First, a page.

Shankarpali are delicious flaky, melt-in-the-mouth flour fried cookies made for festive occasions like Diwali. Make them sweet or salted depending on your preference. Here I share both the sweet and savory versions of Shankarpali Recipe. You can also serve these crispy fried flour cookies as a tea-time snack.
Table of Contents
About Sweet Shankarpali
Shankarpali is also known as Diamond Cuts in South India. However the proportion of ingredients for diamond cuts is different. This results in a crispy and puffy texture in the diamond cuts unlike shankarpali that has a cookie like texture.
Shakkar Pare is very similar to shankarpali and is made in North India. There are some differences in the preparation of these snacks.
The sweet variation of shankarpali recipe is made with either sugar or jaggery. It is crispy and includes all-purpose flour, rava (semolina) and ghee.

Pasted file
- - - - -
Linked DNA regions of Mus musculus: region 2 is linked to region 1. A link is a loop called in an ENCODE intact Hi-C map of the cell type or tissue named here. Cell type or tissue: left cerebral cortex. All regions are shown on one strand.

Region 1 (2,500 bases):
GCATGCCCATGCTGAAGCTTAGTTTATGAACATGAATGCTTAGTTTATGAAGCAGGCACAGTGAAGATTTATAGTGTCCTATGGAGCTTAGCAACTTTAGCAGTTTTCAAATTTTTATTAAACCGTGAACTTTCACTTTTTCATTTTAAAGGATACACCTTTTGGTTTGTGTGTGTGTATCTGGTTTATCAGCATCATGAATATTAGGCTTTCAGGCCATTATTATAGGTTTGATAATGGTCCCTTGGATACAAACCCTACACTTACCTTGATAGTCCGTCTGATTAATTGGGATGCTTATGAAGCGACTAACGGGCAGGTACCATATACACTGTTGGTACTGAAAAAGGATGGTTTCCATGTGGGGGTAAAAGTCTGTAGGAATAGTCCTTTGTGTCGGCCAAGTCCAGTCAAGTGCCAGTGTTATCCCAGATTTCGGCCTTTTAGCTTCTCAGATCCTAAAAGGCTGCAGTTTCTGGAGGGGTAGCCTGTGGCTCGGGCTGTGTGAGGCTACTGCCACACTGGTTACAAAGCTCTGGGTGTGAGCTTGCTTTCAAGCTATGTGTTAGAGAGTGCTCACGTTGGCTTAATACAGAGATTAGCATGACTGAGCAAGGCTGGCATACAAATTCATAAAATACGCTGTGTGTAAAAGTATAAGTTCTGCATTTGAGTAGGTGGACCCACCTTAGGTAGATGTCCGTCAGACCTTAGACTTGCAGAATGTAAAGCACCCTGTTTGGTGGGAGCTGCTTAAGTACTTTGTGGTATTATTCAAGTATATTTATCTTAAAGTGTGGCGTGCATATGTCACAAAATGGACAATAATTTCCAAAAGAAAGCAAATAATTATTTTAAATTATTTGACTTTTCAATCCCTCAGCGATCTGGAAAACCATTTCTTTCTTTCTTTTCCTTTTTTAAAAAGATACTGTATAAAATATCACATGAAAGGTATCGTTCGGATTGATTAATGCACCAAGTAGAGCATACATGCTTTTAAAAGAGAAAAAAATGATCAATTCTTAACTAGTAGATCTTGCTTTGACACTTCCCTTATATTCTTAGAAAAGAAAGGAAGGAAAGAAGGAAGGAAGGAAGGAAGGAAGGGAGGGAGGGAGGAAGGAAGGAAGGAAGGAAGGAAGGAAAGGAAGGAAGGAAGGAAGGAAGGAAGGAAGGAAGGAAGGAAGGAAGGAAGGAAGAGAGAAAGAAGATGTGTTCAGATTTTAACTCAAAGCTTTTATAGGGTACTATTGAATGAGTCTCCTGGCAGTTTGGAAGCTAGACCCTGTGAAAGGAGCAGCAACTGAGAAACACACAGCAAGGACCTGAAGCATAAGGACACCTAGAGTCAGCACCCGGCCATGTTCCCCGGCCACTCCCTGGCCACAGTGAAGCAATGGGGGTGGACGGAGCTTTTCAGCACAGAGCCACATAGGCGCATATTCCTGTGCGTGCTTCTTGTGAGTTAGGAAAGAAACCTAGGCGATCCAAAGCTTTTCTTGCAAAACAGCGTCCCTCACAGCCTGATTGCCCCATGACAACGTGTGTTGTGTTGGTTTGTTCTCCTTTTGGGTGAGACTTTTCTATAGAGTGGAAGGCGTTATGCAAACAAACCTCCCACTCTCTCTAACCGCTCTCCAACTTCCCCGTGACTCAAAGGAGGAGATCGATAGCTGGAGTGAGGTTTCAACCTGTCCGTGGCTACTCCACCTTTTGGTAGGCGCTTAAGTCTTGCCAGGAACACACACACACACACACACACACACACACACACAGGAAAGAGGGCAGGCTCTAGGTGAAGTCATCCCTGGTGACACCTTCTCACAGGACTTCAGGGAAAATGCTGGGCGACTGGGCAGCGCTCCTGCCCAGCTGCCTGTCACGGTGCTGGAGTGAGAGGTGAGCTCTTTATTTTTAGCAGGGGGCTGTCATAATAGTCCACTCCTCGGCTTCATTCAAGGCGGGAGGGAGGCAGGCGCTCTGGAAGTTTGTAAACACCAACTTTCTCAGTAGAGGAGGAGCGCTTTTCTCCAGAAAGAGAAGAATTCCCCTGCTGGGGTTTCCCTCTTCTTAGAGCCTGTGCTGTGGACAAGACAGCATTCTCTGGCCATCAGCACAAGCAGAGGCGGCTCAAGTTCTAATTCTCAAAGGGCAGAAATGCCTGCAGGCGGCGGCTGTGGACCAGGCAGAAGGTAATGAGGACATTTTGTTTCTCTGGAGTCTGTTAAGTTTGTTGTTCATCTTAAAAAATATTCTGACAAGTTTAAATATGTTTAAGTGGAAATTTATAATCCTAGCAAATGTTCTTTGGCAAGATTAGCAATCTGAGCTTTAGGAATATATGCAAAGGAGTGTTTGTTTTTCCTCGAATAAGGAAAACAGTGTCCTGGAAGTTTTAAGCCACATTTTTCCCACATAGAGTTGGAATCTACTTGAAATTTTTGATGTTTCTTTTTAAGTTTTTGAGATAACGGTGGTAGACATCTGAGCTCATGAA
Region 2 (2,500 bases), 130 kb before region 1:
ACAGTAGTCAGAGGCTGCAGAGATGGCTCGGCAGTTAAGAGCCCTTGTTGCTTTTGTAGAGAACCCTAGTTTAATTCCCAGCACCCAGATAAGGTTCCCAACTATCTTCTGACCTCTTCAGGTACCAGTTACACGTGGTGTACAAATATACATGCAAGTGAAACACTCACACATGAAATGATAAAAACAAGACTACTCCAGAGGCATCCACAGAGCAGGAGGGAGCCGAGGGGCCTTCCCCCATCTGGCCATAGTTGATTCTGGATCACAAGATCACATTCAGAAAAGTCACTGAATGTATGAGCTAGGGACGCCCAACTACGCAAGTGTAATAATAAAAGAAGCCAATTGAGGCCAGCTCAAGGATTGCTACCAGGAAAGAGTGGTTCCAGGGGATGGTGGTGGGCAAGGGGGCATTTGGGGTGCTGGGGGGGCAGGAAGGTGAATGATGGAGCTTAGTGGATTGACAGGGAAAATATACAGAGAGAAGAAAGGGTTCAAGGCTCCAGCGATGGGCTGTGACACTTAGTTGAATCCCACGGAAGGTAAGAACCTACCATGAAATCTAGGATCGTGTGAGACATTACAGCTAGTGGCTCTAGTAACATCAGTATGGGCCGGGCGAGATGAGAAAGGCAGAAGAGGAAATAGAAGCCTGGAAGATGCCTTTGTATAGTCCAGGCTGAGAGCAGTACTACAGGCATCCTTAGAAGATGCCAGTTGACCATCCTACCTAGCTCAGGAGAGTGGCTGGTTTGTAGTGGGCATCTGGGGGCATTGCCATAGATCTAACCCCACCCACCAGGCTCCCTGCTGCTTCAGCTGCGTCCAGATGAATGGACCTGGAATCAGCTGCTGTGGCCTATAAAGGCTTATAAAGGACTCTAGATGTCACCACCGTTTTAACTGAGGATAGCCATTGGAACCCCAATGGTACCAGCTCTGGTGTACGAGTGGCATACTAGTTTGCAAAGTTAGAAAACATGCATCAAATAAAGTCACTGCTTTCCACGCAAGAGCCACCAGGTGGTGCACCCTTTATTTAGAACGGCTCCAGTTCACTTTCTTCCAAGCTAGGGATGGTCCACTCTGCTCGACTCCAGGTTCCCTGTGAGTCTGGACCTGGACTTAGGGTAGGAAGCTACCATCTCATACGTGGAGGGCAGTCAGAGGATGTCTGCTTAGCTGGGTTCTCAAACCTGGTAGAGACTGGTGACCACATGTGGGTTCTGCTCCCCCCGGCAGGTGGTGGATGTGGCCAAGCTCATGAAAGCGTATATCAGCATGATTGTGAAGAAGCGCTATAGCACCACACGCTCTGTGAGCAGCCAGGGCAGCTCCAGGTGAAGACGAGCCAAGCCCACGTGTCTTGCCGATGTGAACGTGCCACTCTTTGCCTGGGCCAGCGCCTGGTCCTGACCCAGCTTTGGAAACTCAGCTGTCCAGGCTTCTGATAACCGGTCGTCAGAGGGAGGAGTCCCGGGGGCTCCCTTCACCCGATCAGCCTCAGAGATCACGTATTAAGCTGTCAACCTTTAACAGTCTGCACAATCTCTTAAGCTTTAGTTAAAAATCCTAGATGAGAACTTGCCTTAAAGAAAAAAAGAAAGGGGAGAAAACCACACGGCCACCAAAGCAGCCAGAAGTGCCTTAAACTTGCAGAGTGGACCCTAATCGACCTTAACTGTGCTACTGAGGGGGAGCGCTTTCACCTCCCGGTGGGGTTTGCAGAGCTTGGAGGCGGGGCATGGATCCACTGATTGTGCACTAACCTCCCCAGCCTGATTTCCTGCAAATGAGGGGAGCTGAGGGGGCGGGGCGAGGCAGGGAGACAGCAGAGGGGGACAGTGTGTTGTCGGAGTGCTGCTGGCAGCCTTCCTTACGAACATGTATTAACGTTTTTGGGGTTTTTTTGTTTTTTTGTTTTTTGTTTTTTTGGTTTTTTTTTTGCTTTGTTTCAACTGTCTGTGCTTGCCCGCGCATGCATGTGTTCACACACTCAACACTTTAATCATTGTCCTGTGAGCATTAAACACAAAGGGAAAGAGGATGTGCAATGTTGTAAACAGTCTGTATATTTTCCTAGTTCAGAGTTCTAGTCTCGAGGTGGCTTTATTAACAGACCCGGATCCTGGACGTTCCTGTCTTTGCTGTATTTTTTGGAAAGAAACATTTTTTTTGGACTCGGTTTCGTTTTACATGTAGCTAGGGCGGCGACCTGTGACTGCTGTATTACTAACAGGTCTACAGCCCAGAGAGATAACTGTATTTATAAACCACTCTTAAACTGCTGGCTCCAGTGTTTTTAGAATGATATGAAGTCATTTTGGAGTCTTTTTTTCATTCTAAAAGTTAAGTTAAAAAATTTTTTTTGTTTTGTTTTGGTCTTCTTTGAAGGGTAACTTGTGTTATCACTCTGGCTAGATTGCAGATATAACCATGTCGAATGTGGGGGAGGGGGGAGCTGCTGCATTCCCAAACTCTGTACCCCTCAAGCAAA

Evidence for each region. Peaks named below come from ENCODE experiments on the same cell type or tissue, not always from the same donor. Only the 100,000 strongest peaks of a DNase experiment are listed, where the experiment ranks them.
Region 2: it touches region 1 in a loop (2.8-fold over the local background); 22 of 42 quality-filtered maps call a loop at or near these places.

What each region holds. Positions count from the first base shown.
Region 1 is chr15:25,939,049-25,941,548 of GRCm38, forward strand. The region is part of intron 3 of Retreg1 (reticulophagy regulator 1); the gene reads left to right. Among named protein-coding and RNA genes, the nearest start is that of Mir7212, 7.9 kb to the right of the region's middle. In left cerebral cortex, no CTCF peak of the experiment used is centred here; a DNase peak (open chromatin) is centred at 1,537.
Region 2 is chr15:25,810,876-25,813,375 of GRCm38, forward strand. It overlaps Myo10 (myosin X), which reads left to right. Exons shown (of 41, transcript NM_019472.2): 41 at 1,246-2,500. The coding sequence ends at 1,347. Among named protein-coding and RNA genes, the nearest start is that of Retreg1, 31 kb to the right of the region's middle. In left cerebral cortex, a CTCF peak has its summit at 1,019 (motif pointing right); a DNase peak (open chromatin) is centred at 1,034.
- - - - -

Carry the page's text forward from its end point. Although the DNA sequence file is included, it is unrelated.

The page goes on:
For this shankarpali recipe, I have used sugar. My recipe gives you a crispy and crunchy sweet shankarpali that you will like.
Shankarpali can be fried or baked. Fried shankarpali is darker in color while baked shankarpali is usually lighter. Both taste amazing but have a slightly different texture.
The image below shows baked shankarpali.
Fried shankarpali tends to puffs up more than baked ones and they also have a more crumbly texture.
In contrast, baked shankarpali are softer and have a similar taste to baked cookies. You can use the frying method or the healthy baking method.
Shankarpali is typically served with other Diwali Snacks for the Diwali festival.
About Khare Shankarpali
Salted Shankarpali (also known as Khare Shankarpali) are crispy and made with spices such as carom seeds, cumin, crushed black pepper, salt and do not include sugar.